How to Create a Stylish Outdoor Living Space

NE Home Magazine

Written by Kristin Amico

June 10, 2021

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Choose Comfortable and Stylish Furniture

Whether you’re entertaining guests, soaking in the afternoon sunshine, or star gazing with a cocktail, the right pieces will enhance the experience. “Today’s outdoor furniture choices are exceptional, and you don’t have to sacrifice style for durability,” says James.

That’s because there’s a wide range of furnishings featuring soft textiles as well as of-the-moment patterns and colors that look and feel elegant enough for a living or dining room while being rain and UV-resistant.

James’s tip for picking furniture you love: “Look for pieces that complement your style and are also are comfortable enough to make you want to linger outdoors with friends and family.”

Design the Landscape and Hardscape

In addition to floor plans and furniture selections, think about other natural and manmade elements that can be used to dial up design and make the space more inviting. James recommends choosing a designer who will factor in landscape and hardscape planning as part of the overall vision.

“You’ll want to consider how a garden, row of shrubs, or trees that double as a canopy play into the design, too,” James advises. Likewise, large plants or other natural materials can be used to define spaces and act like living walls.

Homeowners can also add architectural beauty and function with hardscaping. That includes everything from patio stones, deck design, and retaining walls to water features. She’s also a big fan of fire pits and stone fireplaces as they add a bold design element while also extending the outdoor living season from spring into late fall. 

Light Up Your Space

Lighting should be part of the initial planning stage. “It creates visual depth and can be used to emphasize objects ranging from trees to outdoor sculptures,” notes James.

She also explains that lights, like strategic plant placement, help to create boundaries in the absence of walls or a ceiling. Together, the right lighting and floor plan makes a space feel like a well-planned room.

When choosing lighting, think about layering both the type of fixtures and their brightness levels. Combine fixtures that sit at eye level and others that hang above you with ground-level lights that illuminate paths and the floor.


Accessories might seem like an afterthought, but the right objects pull a look together. Layer on pillows, consider stylish stools to kick up your feet, use candles for decoration and light, and line hard flooring with rugs for a touch of softness. Don’t forget dining accessories, either. For those who prefer to eat outside when the weather allows, there is a wide range of flatware, dishes, and serving tools that add whimsy to an outdoor table.

Her tips for accessorizing follow design rules in general—use objects that feel like they belong. For example, opt for sleek, shiny pieces to add character to a modern home and patio, while organic or rustic accessories are a better complement for a traditional or classic seaside residence.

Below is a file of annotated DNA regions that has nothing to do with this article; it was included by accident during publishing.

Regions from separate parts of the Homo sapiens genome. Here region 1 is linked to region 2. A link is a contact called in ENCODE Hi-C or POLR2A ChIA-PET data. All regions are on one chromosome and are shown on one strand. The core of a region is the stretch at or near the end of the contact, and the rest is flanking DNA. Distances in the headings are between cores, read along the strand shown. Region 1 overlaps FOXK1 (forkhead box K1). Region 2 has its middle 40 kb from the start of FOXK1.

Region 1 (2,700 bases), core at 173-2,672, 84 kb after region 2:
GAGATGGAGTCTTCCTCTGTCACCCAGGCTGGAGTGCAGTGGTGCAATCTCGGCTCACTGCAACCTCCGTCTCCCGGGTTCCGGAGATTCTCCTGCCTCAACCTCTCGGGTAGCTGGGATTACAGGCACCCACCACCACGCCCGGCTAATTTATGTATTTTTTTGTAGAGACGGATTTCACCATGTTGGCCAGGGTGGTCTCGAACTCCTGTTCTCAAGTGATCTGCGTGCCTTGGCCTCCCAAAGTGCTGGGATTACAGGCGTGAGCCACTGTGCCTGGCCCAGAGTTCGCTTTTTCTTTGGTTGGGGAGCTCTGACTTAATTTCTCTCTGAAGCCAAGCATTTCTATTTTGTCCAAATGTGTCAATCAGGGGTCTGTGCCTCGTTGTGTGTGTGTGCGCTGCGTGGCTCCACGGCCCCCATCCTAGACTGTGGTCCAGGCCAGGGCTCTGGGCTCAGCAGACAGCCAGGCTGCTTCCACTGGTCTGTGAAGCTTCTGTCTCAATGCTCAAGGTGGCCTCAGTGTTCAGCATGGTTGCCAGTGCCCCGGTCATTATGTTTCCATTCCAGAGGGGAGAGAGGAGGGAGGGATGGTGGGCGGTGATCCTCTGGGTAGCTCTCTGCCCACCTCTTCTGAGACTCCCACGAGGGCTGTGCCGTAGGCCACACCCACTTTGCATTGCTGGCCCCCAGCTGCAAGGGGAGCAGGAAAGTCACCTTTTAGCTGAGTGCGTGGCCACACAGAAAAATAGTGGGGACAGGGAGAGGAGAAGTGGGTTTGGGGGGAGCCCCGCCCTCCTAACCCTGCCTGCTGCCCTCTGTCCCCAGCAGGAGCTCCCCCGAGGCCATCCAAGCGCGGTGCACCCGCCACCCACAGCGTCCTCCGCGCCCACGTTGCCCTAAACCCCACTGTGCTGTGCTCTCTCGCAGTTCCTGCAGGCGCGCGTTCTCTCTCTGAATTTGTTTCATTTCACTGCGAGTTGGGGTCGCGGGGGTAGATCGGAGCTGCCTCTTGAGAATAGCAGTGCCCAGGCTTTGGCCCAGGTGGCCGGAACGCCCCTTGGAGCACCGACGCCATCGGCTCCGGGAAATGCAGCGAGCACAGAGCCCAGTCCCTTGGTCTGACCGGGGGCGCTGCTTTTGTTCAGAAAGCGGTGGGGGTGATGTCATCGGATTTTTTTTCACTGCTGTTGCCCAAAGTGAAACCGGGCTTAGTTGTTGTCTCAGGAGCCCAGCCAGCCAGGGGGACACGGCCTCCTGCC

Lastly, James wants you to have fun in the process of transforming the outdoors into a functional and beautiful sanctuary for friends and family.

Temperatures are heating up across New England and alfresco living season (some might say the best season) has arrived. Now’s the time to turn your backyard or patio into a cozy, comfortable retreat that enhances every moment of summer and adds a touch of luxury to your home. Diana James, designer and proprietor of the Marblehead, Massachusetts, shop Living Swell, provides a blueprint for exceptional outdoor living and entertaining. What’s her number one tip? “Treat your outdoor space as you would a living or dining room, and bring all the comforts and style that you have inside your home, outside.”

Here’s how to do that.

Create a Floor Plan

One of the first steps is determining how you want to use the space. An area built for entertaining should have seating and table arrangements that foster intimate conversations. Alternatively, a relaxation space may have lounges and lots of greenery, while an area for kids will likely be a mix of zones.

Then, create a floor plan that makes the best use of your available space. Here’s where professional design guidance is priceless.

“Use a designer to create a plan that incorporates your lifestyle and design style. They will map out furniture arrangements, traffic flow, and create a sense of scale that matches the proportion of the surrounding outdoor area,” notes James.

There are other benefits of using a professional during the planning stage. As part of the floor plan, a designer will create a natural progression from interior to exterior, making your outdoor living space feel like an extension of your home. In addition, they’ll create color and furniture schemes that match your design vision.

Designer Diana James’s Reading Retreat

NE Home Magazine

Written by Kyle Hoepner

March 20, 2019


Designer Diana James’s imagined client for this book-lover’s library is a sophisticated woman who needs an occasional escape from her busy life. The room’s vibe is feminine yet strong, with a bit of a midcentury edge. Natural textures—a luscious velvet sheathing the biomorphic sofa; organic patches and speckles patterning the rug underfoot—offset a high-sheen lacquer on the walls and bookcases. Tranquil notes of soft green and blue-gray glow gently against a neutral ground. “I feel that it’s a very smart room,” says James, “smart and a little bit sexy.”